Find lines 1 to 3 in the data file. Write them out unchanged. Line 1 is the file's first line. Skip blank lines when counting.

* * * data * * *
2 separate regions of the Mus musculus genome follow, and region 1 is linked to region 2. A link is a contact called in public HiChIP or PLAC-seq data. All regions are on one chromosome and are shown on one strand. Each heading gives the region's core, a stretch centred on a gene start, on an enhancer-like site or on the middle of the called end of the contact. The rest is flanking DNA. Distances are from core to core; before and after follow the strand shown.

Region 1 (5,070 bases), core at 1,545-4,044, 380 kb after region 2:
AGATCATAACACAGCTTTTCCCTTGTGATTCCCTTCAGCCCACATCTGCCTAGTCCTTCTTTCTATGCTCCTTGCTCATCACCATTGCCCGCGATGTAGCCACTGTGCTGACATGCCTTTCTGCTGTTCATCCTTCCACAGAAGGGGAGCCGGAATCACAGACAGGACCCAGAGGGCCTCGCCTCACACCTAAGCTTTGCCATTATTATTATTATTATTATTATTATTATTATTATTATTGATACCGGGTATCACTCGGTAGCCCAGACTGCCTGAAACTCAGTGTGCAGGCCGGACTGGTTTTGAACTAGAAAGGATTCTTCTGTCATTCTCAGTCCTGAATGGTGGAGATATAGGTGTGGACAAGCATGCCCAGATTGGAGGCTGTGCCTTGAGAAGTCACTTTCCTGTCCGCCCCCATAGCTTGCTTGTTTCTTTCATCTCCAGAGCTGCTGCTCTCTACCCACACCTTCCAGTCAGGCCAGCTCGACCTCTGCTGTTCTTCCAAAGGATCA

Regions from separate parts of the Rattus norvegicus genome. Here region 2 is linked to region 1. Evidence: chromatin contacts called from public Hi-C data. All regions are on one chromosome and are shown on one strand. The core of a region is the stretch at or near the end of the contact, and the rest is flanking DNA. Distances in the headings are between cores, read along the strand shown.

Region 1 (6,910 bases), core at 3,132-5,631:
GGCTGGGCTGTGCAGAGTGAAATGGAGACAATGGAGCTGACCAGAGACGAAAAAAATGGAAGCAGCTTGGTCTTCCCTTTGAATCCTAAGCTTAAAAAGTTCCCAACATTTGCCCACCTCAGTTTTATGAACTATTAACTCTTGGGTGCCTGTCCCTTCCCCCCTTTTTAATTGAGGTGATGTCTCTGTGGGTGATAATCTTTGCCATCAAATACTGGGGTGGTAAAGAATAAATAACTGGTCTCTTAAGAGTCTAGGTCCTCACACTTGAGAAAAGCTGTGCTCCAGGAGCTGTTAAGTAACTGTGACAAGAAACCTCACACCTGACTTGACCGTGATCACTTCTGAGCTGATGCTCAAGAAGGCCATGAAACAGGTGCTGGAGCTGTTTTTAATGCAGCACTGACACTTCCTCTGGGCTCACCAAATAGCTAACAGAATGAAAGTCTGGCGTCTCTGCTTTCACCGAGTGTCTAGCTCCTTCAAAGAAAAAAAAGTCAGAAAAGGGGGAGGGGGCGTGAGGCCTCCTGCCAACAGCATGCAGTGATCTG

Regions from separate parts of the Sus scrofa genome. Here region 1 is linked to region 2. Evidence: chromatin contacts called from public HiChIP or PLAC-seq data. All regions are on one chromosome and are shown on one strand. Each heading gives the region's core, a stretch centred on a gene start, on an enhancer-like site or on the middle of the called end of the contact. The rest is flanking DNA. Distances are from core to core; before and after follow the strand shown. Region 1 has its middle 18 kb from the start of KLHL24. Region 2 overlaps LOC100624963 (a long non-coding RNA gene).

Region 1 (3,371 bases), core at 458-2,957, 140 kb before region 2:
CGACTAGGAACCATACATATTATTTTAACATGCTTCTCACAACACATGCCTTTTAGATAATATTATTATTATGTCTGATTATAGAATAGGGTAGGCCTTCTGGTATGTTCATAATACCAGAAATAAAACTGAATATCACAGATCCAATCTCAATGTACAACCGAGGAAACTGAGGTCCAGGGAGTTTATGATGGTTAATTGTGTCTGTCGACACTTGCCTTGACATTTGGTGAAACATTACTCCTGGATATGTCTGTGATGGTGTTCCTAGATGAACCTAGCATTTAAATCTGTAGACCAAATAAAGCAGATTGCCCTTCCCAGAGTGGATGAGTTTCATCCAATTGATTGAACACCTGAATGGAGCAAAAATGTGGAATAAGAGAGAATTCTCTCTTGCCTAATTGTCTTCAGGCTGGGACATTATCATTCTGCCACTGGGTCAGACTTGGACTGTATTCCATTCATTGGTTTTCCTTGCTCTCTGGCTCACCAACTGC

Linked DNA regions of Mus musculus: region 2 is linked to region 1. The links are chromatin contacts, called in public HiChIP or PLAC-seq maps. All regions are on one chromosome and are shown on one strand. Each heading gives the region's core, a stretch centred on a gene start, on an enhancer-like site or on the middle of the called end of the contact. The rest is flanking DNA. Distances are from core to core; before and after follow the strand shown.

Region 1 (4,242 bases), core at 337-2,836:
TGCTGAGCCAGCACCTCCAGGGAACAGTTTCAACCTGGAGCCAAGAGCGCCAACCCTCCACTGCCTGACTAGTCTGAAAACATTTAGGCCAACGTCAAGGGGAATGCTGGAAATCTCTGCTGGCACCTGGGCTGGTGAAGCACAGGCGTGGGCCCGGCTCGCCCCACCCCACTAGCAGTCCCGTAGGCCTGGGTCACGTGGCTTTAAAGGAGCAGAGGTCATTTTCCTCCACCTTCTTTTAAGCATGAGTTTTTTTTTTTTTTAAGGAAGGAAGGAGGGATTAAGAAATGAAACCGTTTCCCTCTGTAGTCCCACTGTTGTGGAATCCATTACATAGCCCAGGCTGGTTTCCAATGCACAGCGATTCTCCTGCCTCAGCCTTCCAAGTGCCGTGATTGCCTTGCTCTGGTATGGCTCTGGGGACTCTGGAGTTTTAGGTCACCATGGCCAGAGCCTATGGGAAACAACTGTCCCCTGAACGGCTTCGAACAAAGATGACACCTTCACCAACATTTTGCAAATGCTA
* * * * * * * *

2 separate regions of the Mus musculus genome follow, and region 1 is linked to region 2. A link is a contact called in public HiChIP or PLAC-seq data. All regions are on one chromosome and are shown on one strand. Each heading gives the region's core, a stretch centred on a gene start, on an enhancer-like site or on the middle of the called end of the contact. The rest is flanking DNA. Distances are from core to core; before and after follow the strand shown.

Region 1 (5,070 bases), core at 1,545-4,044, 380 kb after region 2:
AGATCATAACACAGCTTTTCCCTTGTGATTCCCTTCAGCCCACATCTGCCTAGTCCTTCTTTCTATGCTCCTTGCTCATCACCATTGCCCGCGATGTAGCCACTGTGCTGACATGCCTTTCTGCTGTTCATCCTTCCACAGAAGGGGAGCCGGAATCACAGACAGGACCCAGAGGGCCTCGCCTCACACCTAAGCTTTGCCATTATTATTATTATTATTATTATTATTATTATTATTATTGATACCGGGTATCACTCGGTAGCCCAGACTGCCTGAAACTCAGTGTGCAGGCCGGACTGGTTTTGAACTAGAAAGGATTCTTCTGTCATTCTCAGTCCTGAATGGTGGAGATATAGGTGTGGACAAGCATGCCCAGATTGGAGGCTGTGCCTTGAGAAGTCACTTTCCTGTCCGCCCCCATAGCTTGCTTGTTTCTTTCATCTCCAGAGCTGCTGCTCTCTACCCACACCTTCCAGTCAGGCCAGCTCGACCTCTGCTGTTCTTCCAAAGGATCA